.- As tens of thousands continue to protest in Wisconsin’s capitol city of Madison, Republican lawmakers have pushed controversial budget cuts through the local state Assembly and on to the Senate.
In the absence of local Democratic senators – who fled the state in order to stall voting on the budget proposal – the state Assembly voted on Feb. 25 to move the bill to the state Senate for consideration. The budget contains a controversial measure that strips public workers of collective bargaining rights and slashes funding for their individual health care and pensions.
Kim Wadas, associate director of education and health care for the Wisconsin Catholic Conference, explained that although legislative action on the measure is stalled because of the absent senators, the state assembly “decided to hold a floor session and take up the bill.”
“Once a bill goes through its third reading – and there's a passage on that third reading – it's no longer amendable and it can be messaged over to the Senate and taken up by the Senate,” Wadas said via phone on Feb. 25.
Although today's vote by the assembly is listed as 51 in favor of sending the bill to the Senate and 17 opposed, Wadas noted that “some of the Democratic members of the assembly have raised questions on whether the rules were properly followed on that final vote.”
Protests by an estimated 60,000 demonstrators have raged on for the last week in Madison as public workers fight against proposed budget cuts from newly sworn in Gov. Scott Walker.
Gov. Walker faces a deficit of $137 million in the current state budget and the prospect of a $3.6 billion debt within the next two years.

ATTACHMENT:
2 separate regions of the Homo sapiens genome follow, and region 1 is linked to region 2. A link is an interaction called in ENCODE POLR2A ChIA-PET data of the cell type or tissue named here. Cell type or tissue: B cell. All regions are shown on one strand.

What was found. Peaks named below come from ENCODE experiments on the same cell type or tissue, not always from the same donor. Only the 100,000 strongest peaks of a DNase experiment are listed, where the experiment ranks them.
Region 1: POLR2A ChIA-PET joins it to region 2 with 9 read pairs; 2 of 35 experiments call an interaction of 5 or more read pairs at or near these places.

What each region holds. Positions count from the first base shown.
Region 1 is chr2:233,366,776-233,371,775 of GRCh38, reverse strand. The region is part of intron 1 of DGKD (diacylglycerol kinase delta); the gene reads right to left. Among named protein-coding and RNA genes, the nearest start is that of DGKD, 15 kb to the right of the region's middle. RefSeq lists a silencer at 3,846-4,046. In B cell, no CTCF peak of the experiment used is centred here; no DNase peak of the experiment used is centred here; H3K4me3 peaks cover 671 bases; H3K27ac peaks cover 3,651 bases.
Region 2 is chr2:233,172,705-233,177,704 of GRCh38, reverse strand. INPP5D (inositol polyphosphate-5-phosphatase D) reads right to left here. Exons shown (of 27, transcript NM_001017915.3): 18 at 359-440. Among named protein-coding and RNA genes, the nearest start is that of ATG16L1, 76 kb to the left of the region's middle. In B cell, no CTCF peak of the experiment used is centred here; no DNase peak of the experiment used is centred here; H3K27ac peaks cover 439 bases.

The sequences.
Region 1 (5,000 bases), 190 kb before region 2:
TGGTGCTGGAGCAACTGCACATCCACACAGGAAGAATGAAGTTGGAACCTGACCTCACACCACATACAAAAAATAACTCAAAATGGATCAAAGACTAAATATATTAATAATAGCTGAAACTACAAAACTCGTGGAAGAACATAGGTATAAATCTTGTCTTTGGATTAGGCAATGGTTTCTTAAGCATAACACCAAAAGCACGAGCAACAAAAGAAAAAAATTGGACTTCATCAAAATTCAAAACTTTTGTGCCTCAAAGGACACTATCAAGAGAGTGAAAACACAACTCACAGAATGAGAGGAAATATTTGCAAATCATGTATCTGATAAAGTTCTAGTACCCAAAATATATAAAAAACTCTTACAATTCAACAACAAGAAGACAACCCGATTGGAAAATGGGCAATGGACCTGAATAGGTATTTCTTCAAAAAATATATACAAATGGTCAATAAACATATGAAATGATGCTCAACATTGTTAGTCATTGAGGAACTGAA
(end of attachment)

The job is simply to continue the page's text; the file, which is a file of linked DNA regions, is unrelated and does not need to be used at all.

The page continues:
Friday's Assembly vote came one day after the U.S. Catholic bishops’ conference urged respect of workers rights and civility in public debate.
Bishop Steven E. Blaire of Stockton, California – who serves as chairman of the conference's Committee on Domestic Justice and Human Development – wrote that Church teaching shows that “these are not just political conflicts or economic choices; they are moral choices with enormous human dimensions.”
In a Feb. 24 letter to Milwaukee Archbishop Jerome E. Listecki, he underscored that the “debates over worker representation and collective bargaining are not simply matters of ideology or power, but involve principles of justice, participation and how workers can have a voice in the workplace and economy.”
Although Archbishop Listecki and other bishops around the state have not spoken in direct opposition to the proposed budget, they've reiterated the importance of protecting worker's rights in light of the Church's social doctrine.
Archbishop Listecki said in a Feb. 16 statement that even though “the Church is well aware that difficult economic times call for hard choices,” current situations “do not nullify the moral obligation each of us has to respect the legitimate rights of workers.”
The archbishop also drew from Pope Benedict XVI's encyclical “Caritas in Veritate,” in which the pontiff criticizes governments for limiting the freedom or negotiating capacity of unions. He then referenced the late Pope John Paul II's observation that unions remain a “constructive factor” of social order and solidarity.
Bishop of Madison Robert C. Morlino added to the debate in a Feb. 24 column for the diocesan newspaper the Catholic Herald.
Bishop Morlino said he believes “the final question boils down to” whether or not “the sacrifice which teachers and other labor union members are called to make” is fair.
However, he added that the “relativism of our culture and society once again does us grave harm,” since the meaning of “fair” is viewed as relative to the individual. This, the bishop lamented, gives “no common ground for reasonable and civil discourse” and leaves people with nothing but “emotions.”
Also cautioning against polarization is Dr. Constance Nielson, who serves on the local diocesan Catholic Campaign for Human Development committee.
In a Feb. 24 guest column for the Catholic Herald, Nielson said that although “the secular media might portray the unrest in Wisconsin, as 'taxpayers vs. public workers' or 'liberals vs. conservatives,' an authentically Catholic view of society would not frame it this way.”
What's “most salient for the Catholic perspective,” Nielson said, is to not view the current conflict “as a power-struggle.”
The debate, she added, “should always be aimed towards achieving justice; it should never be seen as a struggle against other people.”
“In other words, both sides of any labor disagreement ought to be working for justice and the common good, rather than to achieve their own personal victory,” she said.